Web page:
The Court warned that these deficiencies were likely to give rise to other well-founded applications in the future. It therefore indicated additional general measures to the Romanian State: to ensure that the detention of individuals in psychiatric hospitals was lawful, justified and not arbitrary; and to ensure that any individuals detained in such institutions are entitled to take proceedings affording adequate safeguards with a view to securing a speedy court decision on the lawfulness of their detention. The Court uses its power to indicate individual or general remedial measures under Article 46 of the Convention on an exceptional basis, in cases that highlight systemic or structural problems with the potential to generate significant numbers of similar complaints in the future.

The judgment is infused with references to the CRPD and the work of the CRPD Committee. The Court cited with approval Article 14 of the CRPD (“liberty and security of the person”), the CRPD Committee’s statement of interpretation on Article 14, as well as the its Marlon James Noble v. Australia decision, with facts that are strikingly similar to those in N. v. Romania, as well as Article 19 (“living independently and being included in the community”). Thus, the N. v. Romania ruling is another step in the process of reconciling the two human rights instruments, including with respect to such divisive issues as mental health detention. Also notable is the Court’s willingness to highlight the systemic underpinnings of the violations found and indicate individual and general remedial measures to the Romanian State. The Court had previously made similar use of its remedial powers in another disability case originating from Romania, Centre for Legal Resources on behalf of Valentin Campeanu, decided in 2014, urging the Romanian authorities to “envisage the necessary general measures to ensure that mentally disabled persons […] are afforded independent representation, enabling them to have Convention complaints relating to their health and treatment examined before a court or other independent body.” These two judgments, in addition to other jurisprudence, constitute a strong platform that advocates may use to push for badly needed reform in the areas of access to justice and deinstitutionalisation in Romania.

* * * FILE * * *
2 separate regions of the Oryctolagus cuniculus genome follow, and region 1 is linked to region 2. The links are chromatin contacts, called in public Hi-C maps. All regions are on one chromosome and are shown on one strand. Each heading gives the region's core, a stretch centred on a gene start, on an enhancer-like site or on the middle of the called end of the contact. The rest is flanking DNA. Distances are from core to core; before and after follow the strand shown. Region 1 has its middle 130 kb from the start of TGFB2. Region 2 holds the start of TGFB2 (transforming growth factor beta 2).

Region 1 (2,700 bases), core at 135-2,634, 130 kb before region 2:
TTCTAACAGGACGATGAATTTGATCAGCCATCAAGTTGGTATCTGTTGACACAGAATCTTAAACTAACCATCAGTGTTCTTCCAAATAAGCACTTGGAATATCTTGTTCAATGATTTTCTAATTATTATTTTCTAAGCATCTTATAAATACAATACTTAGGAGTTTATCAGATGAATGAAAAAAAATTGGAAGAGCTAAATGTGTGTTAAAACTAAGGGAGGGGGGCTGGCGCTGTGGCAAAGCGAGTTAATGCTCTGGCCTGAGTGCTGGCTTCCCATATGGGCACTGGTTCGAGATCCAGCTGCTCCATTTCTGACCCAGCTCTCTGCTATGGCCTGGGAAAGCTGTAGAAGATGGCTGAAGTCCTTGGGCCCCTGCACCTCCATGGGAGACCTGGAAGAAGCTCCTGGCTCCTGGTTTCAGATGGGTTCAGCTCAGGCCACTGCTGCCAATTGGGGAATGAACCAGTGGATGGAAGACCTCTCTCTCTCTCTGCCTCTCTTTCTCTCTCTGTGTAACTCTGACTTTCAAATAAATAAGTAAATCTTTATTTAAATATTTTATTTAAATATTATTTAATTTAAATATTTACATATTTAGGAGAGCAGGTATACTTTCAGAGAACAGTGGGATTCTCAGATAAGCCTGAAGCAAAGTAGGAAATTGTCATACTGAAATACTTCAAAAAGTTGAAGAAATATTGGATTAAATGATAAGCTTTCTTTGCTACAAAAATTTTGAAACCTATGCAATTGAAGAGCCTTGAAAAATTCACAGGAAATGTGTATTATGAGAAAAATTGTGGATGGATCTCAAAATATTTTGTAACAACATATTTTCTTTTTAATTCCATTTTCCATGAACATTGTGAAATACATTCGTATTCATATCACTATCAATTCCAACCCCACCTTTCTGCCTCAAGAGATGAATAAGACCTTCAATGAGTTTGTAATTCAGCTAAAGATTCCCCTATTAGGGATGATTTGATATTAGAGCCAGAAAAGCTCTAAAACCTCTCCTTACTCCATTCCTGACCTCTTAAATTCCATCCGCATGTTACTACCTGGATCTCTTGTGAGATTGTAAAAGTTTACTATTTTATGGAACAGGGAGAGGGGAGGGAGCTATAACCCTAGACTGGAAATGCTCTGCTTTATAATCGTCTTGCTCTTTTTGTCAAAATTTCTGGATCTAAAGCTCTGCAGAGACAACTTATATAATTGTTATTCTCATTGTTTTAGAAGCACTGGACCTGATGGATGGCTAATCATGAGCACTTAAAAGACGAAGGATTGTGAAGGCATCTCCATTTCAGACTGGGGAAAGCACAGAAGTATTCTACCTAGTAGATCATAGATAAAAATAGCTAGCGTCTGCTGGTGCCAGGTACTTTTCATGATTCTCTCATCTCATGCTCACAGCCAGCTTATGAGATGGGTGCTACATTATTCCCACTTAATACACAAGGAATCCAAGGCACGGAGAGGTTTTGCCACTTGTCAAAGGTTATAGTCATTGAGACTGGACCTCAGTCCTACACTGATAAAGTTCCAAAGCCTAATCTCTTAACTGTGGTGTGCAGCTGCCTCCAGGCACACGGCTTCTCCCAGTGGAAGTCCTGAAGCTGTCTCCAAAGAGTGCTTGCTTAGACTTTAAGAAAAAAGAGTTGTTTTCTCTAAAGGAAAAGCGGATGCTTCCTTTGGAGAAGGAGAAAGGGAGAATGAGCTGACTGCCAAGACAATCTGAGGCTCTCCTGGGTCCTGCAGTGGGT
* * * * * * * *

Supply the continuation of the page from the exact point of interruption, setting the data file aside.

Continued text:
The Court’s judgment (in French) is available here.

The press release (in English) is available here.

The applicants in N. v. Romania, as well as in Valentin Campeanu v. Romania, were represented by Constantin Cojocariu, a lawyer licensed to practice in Romania and based in London.